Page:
Every once in a while a clue will be picked up that will lead the investigators down the wrong path. When that time comes, a new clue will pop up steering them in the right direction once more. Or, they’ll have to start back from the beginning.

How can you keep track of each crime?

It’s a lot of note-taking, but as long as you–as the writer–stays organized and keeps notes, your readers will be able to follow easily.

Keep a list of clues, know the problem and conclusion ahead of time, and give each witness and suspect careful statements.

With all this being said, mysteries aren’t too bad to write. In the end, everything falls into place. It’s just a lot of thinking involved. Make your readers think, make them proud when they finally get to the end of the book and realized they solved the crime before the protagonist did.

Writing Prompt:

A detective is called to the scene of a bank robbery. The culprit got away with $100,000. There are no signs of a break-in and there’s some blood on the lobby floor. An elderly couple living across the street are the only two witnesses. What happened?

Related Articles:

6 Secrets to Creating and Sustaining Suspense
Elements of the Psychological Thriller, Mystery, Suspense, and/or Crime Fiction Genres
25 Things You Need to Know About Writing Mysteries

Genre Bingo

Yesterday I talked about finding your genre when it comes to writing.

One of the points I made was to practice with all genres; whether it’s reading different genres or trying to write in different genres.

I love a good reading challenge whether it’s Goodreads yearly Reading Challenge, a Bingo board, a deadline for a book review, or even just a book recommendation.

With that being said, I decided to make my own Bingo board. I have a few, but this one I made is plain and simple. It’s Genre Bingo.

If you heed my advice about reading in different genres, this will be a great way to keep track.

The bingo board includes 24 genres plus the lovely free space that everyone adores. It also has a reading list at the bottom so you can write down which books you read for which genre. I don’t know about you, but I like keeping track of the books I read for which square whenever I do a reading bingo. So I thought I would throw that in there.

Anyway, you can download the Genre Bingo here.

I hope you guys enjoy it! I’m sure I’ll be doing the challenge soon enough.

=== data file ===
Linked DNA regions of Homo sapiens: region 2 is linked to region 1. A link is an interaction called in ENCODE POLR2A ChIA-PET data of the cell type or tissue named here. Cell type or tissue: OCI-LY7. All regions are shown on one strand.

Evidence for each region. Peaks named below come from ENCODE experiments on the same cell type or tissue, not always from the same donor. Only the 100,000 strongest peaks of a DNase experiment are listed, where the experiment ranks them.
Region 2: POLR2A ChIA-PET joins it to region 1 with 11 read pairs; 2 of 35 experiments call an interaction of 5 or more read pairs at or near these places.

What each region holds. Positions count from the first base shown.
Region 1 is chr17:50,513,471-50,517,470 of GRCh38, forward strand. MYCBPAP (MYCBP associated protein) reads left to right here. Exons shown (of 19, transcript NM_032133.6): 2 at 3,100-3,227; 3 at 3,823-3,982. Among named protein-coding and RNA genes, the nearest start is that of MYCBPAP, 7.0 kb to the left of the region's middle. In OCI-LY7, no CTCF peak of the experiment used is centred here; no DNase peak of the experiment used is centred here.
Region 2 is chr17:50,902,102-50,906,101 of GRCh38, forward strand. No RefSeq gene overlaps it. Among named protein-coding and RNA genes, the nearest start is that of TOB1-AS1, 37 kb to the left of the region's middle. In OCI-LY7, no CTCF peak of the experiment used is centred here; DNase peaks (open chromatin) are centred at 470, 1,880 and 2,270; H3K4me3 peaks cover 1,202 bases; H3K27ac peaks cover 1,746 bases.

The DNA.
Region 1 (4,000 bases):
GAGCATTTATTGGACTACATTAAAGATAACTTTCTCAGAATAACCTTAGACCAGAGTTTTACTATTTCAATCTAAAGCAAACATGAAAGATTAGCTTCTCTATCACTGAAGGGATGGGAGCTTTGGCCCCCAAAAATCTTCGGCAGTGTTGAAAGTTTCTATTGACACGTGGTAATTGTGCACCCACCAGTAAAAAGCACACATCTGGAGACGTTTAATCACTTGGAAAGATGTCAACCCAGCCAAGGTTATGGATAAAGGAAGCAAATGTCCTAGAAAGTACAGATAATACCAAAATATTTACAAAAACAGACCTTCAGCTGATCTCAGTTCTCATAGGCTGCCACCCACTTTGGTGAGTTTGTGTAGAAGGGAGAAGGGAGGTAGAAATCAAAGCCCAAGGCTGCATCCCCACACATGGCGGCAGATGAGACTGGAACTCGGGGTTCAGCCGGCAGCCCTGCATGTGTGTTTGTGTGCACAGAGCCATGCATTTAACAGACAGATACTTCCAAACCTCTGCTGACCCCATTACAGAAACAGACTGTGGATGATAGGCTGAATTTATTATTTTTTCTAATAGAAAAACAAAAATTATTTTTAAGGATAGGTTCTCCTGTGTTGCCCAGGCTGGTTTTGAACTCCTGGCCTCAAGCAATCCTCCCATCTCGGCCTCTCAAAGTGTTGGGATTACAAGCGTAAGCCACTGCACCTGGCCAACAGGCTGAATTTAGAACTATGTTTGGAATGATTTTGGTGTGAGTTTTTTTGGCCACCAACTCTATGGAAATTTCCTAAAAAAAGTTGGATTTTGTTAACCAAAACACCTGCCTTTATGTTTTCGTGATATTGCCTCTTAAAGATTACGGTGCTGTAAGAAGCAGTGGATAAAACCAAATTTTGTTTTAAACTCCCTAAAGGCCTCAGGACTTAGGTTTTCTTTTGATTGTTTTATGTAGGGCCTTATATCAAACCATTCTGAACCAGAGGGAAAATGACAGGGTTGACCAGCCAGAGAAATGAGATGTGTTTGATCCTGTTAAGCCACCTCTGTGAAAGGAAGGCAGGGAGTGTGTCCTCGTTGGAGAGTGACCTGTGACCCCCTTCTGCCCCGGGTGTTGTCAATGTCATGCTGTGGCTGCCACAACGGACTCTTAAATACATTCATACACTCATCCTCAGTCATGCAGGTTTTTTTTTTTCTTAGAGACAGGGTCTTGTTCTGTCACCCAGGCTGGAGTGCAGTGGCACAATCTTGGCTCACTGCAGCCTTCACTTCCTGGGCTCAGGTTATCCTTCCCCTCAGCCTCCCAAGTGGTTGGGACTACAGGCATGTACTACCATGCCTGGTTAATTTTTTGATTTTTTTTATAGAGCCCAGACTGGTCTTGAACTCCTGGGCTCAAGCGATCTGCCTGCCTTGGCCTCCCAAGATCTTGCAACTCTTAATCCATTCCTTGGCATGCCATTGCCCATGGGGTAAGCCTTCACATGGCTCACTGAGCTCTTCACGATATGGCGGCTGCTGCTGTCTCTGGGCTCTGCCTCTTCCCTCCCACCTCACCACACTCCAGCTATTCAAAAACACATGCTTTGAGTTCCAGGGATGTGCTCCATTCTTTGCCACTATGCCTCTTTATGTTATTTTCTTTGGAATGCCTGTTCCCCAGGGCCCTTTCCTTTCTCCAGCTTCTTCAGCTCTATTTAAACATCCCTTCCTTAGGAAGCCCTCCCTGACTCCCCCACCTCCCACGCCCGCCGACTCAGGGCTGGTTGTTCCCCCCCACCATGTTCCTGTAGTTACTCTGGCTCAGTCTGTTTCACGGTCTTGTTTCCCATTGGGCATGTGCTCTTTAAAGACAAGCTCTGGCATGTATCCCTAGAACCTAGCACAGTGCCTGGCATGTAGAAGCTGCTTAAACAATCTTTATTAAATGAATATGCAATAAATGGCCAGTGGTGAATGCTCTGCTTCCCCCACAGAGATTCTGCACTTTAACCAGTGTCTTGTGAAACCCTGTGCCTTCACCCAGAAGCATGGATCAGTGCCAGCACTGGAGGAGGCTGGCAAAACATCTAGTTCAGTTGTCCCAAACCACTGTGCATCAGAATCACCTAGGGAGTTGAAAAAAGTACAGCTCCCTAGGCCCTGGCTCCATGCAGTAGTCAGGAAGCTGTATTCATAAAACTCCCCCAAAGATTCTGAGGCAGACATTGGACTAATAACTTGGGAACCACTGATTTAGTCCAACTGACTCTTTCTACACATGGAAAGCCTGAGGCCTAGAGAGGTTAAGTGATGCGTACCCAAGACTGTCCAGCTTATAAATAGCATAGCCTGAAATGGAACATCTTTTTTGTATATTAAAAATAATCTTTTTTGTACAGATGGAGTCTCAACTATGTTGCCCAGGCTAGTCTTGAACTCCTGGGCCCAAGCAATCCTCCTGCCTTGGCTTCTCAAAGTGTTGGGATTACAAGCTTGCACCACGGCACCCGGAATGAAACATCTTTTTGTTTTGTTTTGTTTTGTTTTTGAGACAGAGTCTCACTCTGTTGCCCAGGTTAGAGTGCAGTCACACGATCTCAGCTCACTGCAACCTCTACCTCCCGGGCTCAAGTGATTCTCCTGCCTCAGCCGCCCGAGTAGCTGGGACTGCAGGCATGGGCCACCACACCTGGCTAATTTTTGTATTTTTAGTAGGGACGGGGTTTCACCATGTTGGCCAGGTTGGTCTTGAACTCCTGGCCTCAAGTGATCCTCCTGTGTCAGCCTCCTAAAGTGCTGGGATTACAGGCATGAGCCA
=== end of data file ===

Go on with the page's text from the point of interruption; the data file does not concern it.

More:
Inspiration Station: Finding Your Genre

Finding Your Genre

 

Sue Grafton writes mystery. J.K. Rowling writes fantasy. What do you write?

When you’re just starting out as a writer, there are so many questions to ask and so many decisions to make. Who’s your audience? Is my writing any good? Who in the world would want to buy my stories?

My personal favorite is, what genre should I write in?

This can certainly be a tough one since there are so many different genres out there: fiction, nonfiction, science fiction, fantasy, mystery, suspense, thriller, romance, and so much more. Then there are the sub-genres to worry about.

So, how can you find your genre to write about and share with the world? There are two options.

1. Write in a few different genres you enjoy reading.

I wrote five manuscripts before I decided on which genre was right for me. Two were fantasy, two were young adult drama. Plus, I write my fair share of short stories in multiple genres as well as children’s books, middle grade, and I even tried my hand at script writing and poetry.

Once I started writing my mystery series, I fell head over heels in love. I wanted to continue writing it all the time. The characters keep the story moving, the plot make sense, and I have many more ideas to come for this particular series. I was writing for eight years before I discovered this.

2. Read every genre.

The best thing a writer can do in order to improve their writing–without actually writing–is to read. Do you have a particular genre you enjoy reading all the time? Or do you try to read every book published?

Make sure you read in many different genres. Chances are you’ll find a favorite and come up with story ideas for that genre.

Writing Prompt:

Write in an out-of-your-comfort-zone genre. For example, if you mainly write fantasy, give romance a try.

Related Articles:

How To Pick The Right Genre For Your Novel (And Why Your Sales Depend On It)
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How to Choose a Genre for Your Novels